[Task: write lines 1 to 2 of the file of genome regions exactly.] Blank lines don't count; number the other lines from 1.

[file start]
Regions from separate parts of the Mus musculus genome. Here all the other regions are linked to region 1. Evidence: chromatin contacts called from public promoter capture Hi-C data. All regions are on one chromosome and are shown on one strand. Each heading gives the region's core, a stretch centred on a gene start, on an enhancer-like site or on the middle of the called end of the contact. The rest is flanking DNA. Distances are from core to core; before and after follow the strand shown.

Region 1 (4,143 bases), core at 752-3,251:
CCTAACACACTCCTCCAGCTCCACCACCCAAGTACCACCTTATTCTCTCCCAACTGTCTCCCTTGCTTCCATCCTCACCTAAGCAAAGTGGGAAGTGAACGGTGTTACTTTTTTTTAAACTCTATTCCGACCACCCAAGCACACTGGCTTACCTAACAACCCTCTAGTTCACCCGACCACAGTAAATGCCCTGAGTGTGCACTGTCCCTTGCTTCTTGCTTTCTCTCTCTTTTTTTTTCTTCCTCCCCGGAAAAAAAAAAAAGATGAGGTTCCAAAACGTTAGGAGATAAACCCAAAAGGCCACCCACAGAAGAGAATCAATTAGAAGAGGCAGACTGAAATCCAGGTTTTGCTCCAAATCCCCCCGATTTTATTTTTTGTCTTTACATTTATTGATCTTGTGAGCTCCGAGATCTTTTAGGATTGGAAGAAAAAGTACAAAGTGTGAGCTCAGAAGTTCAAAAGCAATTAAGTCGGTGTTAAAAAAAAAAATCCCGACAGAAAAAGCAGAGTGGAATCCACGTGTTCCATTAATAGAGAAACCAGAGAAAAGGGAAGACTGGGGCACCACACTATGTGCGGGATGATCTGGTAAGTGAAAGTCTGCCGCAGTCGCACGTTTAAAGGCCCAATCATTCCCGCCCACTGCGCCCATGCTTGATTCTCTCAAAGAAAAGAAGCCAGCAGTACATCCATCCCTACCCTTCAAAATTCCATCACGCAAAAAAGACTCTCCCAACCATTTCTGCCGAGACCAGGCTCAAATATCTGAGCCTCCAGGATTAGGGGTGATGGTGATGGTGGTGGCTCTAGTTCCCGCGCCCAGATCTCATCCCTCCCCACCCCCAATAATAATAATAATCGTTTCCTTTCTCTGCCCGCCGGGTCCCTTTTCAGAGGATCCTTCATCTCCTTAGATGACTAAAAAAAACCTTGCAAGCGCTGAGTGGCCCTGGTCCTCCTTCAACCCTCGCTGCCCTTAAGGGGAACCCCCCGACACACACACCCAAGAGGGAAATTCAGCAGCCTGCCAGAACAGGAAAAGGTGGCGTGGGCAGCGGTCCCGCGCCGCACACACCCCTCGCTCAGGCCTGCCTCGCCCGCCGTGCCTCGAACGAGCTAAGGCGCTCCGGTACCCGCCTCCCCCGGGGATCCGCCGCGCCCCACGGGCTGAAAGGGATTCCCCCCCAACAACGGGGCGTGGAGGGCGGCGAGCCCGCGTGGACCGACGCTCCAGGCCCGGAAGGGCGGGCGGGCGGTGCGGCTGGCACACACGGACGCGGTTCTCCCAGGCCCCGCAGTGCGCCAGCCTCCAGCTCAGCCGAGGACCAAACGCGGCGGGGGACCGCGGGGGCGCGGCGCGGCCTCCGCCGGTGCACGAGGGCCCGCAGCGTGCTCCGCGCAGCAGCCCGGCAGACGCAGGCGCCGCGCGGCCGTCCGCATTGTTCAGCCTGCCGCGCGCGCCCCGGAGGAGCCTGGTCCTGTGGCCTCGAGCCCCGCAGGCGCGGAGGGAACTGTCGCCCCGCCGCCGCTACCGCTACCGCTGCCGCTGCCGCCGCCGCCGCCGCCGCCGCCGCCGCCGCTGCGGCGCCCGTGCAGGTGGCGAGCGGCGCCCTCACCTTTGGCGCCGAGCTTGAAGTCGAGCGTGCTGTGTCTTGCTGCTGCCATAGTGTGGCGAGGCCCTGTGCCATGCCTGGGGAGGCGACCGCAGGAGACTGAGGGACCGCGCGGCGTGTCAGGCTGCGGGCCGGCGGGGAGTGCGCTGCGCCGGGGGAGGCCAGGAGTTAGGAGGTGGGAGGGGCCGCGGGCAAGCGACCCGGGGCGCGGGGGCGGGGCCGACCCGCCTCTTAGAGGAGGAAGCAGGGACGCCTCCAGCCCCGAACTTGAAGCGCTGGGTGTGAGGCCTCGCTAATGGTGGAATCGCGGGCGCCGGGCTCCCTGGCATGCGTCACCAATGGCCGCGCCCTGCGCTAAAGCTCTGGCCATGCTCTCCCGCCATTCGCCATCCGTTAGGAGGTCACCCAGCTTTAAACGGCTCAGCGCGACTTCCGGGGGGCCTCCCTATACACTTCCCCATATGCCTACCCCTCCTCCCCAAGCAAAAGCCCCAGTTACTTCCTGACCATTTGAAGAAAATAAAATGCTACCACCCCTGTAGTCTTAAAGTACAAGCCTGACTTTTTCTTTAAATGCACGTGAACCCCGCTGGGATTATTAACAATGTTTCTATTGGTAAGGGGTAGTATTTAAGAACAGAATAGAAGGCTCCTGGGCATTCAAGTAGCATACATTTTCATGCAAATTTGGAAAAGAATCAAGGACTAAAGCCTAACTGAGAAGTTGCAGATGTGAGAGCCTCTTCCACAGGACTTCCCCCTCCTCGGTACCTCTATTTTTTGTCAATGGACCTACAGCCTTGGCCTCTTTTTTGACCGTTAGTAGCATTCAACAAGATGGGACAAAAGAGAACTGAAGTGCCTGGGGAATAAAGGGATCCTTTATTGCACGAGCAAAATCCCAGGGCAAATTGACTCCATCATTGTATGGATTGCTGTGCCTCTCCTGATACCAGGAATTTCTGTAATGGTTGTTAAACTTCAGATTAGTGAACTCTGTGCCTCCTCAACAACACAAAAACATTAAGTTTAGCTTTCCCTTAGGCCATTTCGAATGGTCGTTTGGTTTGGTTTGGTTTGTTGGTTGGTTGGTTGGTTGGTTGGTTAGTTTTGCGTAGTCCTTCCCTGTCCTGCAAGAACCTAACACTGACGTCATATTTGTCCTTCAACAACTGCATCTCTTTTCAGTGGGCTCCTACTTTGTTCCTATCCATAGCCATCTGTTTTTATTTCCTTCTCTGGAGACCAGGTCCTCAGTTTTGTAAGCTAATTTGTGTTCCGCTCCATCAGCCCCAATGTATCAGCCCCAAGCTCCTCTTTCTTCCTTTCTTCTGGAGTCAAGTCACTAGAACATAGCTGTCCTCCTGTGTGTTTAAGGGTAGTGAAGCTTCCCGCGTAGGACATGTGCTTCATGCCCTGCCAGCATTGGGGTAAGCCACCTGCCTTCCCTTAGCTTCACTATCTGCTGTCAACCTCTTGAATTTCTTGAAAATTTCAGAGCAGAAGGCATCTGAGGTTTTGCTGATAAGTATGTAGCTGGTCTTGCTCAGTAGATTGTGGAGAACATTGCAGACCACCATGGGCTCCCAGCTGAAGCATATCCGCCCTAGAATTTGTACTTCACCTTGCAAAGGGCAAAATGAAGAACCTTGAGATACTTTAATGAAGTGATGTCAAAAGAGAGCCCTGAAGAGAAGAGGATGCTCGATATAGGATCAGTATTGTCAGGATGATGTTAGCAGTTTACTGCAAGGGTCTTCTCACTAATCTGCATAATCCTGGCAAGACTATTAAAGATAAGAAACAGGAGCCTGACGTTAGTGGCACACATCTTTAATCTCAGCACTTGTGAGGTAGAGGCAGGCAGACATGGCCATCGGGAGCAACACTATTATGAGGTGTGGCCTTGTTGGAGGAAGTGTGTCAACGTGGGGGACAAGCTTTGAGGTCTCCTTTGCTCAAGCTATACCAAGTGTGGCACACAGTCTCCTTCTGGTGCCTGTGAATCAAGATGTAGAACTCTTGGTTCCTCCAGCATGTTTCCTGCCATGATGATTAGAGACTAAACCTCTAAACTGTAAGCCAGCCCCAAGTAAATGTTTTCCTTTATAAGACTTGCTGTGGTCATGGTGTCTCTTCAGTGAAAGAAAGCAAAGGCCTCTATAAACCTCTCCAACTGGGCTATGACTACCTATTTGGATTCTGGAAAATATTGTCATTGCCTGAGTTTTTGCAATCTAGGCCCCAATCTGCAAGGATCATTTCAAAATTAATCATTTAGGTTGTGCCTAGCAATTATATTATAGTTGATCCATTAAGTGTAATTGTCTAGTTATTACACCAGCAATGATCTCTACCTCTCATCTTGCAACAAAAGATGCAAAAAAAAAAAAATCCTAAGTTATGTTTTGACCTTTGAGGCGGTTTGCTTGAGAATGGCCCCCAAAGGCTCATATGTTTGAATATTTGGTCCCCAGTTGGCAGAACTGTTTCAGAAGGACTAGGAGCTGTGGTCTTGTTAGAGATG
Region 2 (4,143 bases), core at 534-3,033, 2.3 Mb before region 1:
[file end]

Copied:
Regions from separate parts of the Mus musculus genome. Here all the other regions are linked to region 1. Evidence: chromatin contacts called from public promoter capture Hi-C data. All regions are on one chromosome and are shown on one strand. Each heading gives the region's core, a stretch centred on a gene start, on an enhancer-like site or on the middle of the called end of the contact. The rest is flanking DNA. Distances are from core to core; before and after follow the strand shown.

Region 1 (4,143 bases), core at 752-3,251: